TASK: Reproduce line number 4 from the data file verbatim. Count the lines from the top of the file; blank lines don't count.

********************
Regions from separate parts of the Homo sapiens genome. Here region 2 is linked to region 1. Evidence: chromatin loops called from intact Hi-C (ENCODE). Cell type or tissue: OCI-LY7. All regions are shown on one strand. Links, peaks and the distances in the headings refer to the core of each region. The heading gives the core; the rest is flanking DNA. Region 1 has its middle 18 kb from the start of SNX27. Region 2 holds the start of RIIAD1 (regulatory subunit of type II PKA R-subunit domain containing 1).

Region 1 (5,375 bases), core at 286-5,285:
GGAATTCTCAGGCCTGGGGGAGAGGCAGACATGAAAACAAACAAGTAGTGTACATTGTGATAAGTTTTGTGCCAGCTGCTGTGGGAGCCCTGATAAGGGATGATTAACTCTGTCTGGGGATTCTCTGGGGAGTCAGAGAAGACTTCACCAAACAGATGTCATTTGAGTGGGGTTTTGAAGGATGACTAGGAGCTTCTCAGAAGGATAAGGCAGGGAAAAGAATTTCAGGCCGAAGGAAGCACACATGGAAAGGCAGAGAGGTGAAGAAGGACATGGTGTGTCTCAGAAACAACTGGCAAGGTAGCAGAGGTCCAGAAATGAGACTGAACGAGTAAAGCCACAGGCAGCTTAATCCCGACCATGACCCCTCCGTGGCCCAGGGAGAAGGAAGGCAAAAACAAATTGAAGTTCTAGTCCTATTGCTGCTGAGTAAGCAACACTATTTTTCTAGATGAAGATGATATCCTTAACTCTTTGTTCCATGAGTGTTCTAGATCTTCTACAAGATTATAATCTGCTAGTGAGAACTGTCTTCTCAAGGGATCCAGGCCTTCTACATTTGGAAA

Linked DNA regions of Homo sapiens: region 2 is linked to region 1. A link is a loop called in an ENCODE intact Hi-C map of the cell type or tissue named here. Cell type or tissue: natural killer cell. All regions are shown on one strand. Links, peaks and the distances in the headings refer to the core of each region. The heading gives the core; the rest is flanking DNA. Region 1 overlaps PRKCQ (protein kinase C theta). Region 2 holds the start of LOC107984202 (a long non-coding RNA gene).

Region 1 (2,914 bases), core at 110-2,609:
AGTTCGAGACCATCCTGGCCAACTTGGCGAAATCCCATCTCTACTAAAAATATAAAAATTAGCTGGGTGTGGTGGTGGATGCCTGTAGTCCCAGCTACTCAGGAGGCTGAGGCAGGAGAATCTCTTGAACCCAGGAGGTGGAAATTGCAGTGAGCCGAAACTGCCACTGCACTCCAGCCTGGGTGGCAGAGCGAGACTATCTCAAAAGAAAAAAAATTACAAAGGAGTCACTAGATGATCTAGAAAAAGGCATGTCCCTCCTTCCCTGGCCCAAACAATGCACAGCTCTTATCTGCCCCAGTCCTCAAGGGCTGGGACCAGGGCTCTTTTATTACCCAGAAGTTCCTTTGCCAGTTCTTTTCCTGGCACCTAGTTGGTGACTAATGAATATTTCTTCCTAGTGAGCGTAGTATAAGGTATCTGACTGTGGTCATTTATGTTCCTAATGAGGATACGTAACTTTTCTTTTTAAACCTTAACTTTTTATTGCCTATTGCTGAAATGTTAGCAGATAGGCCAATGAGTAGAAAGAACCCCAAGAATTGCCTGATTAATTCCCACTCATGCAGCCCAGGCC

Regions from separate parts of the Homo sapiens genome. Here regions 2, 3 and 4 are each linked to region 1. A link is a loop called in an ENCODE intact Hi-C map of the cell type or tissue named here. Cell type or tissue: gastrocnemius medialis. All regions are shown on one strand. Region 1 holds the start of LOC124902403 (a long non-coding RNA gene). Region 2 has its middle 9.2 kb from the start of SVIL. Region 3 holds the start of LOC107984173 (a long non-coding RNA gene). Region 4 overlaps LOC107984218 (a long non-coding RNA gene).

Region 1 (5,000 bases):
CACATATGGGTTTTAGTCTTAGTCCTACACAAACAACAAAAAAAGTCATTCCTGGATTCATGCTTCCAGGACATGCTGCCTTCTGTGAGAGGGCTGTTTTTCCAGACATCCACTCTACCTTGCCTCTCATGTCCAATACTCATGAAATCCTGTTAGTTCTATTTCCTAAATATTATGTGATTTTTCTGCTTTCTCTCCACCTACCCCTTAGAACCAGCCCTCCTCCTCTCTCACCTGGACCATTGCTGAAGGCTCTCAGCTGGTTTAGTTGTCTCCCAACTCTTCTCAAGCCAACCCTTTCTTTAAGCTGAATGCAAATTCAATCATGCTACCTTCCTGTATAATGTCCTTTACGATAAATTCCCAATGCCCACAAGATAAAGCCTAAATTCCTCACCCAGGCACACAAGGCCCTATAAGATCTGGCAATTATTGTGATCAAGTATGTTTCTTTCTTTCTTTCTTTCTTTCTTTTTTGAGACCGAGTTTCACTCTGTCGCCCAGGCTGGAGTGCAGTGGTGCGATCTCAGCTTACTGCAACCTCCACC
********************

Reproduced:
Linked DNA regions of Homo sapiens: region 2 is linked to region 1. A link is a loop called in an ENCODE intact Hi-C map of the cell type or tissue named here. Cell type or tissue: natural killer cell. All regions are shown on one strand. Links, peaks and the distances in the headings refer to the core of each region. The heading gives the core; the rest is flanking DNA. Region 1 overlaps PRKCQ (protein kinase C theta). Region 2 holds the start of LOC107984202 (a long non-coding RNA gene).